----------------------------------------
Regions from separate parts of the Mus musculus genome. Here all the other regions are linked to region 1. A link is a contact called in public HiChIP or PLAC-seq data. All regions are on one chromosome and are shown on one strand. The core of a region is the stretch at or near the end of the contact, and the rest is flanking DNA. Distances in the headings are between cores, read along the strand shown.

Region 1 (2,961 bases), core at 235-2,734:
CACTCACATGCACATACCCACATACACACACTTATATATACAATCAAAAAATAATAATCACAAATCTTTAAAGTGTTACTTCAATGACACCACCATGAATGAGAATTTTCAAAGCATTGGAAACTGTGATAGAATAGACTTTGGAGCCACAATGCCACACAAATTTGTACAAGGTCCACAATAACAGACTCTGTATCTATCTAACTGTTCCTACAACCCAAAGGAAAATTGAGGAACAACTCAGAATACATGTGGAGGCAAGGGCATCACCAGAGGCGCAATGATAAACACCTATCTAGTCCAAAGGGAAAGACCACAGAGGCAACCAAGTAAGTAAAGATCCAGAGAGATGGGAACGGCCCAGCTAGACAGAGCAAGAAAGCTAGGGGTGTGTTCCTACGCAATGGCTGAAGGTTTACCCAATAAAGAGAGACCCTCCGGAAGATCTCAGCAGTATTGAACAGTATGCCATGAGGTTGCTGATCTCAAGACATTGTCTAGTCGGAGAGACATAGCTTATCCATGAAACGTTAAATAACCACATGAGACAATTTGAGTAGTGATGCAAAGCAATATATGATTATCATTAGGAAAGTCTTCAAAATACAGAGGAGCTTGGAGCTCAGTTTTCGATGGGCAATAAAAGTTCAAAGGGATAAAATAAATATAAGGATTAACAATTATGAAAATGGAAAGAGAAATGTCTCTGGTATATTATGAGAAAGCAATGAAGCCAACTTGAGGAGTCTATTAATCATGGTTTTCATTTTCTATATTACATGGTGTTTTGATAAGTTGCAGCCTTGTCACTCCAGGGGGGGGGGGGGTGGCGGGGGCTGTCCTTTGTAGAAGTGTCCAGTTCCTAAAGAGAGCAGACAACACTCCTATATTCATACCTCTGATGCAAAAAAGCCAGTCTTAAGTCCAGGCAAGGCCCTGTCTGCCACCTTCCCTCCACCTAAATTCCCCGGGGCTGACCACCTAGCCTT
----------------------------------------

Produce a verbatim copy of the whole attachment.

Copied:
Regions from separate parts of the Mus musculus genome. Here all the other regions are linked to region 1. A link is a contact called in public HiChIP or PLAC-seq data. All regions are on one chromosome and are shown on one strand. The core of a region is the stretch at or near the end of the contact, and the rest is flanking DNA. Distances in the headings are between cores, read along the strand shown.

Region 1 (2,961 bases), core at 235-2,734:
CACTCACATGCACATACCCACATACACACACTTATATATACAATCAAAAAATAATAATCACAAATCTTTAAAGTGTTACTTCAATGACACCACCATGAATGAGAATTTTCAAAGCATTGGAAACTGTGATAGAATAGACTTTGGAGCCACAATGCCACACAAATTTGTACAAGGTCCACAATAACAGACTCTGTATCTATCTAACTGTTCCTACAACCCAAAGGAAAATTGAGGAACAACTCAGAATACATGTGGAGGCAAGGGCATCACCAGAGGCGCAATGATAAACACCTATCTAGTCCAAAGGGAAAGACCACAGAGGCAACCAAGTAAGTAAAGATCCAGAGAGATGGGAACGGCCCAGCTAGACAGAGCAAGAAAGCTAGGGGTGTGTTCCTACGCAATGGCTGAAGGTTTACCCAATAAAGAGAGACCCTCCGGAAGATCTCAGCAGTATTGAACAGTATGCCATGAGGTTGCTGATCTCAAGACATTGTCTAGTCGGAGAGACATAGCTTATCCATGAAACGTTAAATAACCACATGAGACAATTTGAGTAGTGATGCAAAGCAATATATGATTATCATTAGGAAAGTCTTCAAAATACAGAGGAGCTTGGAGCTCAGTTTTCGATGGGCAATAAAAGTTCAAAGGGATAAAATAAATATAAGGATTAACAATTATGAAAATGGAAAGAGAAATGTCTCTGGTATATTATGAGAAAGCAATGAAGCCAACTTGAGGAGTCTATTAATCATGGTTTTCATTTTCTATATTACATGGTGTTTTGATAAGTTGCAGCCTTGTCACTCCAGGGGGGGGGGGGGTGGCGGGGGCTGTCCTTTGTAGAAGTGTCCAGTTCCTAAAGAGAGCAGACAACACTCCTATATTCATACCTCTGATGCAAAAAAGCCAGTCTTAAGTCCAGGCAAGGCCCTGTCTGCCACCTTCCCTCCACCTAAATTCCCCGGGGCTGACCACCTAGCCTT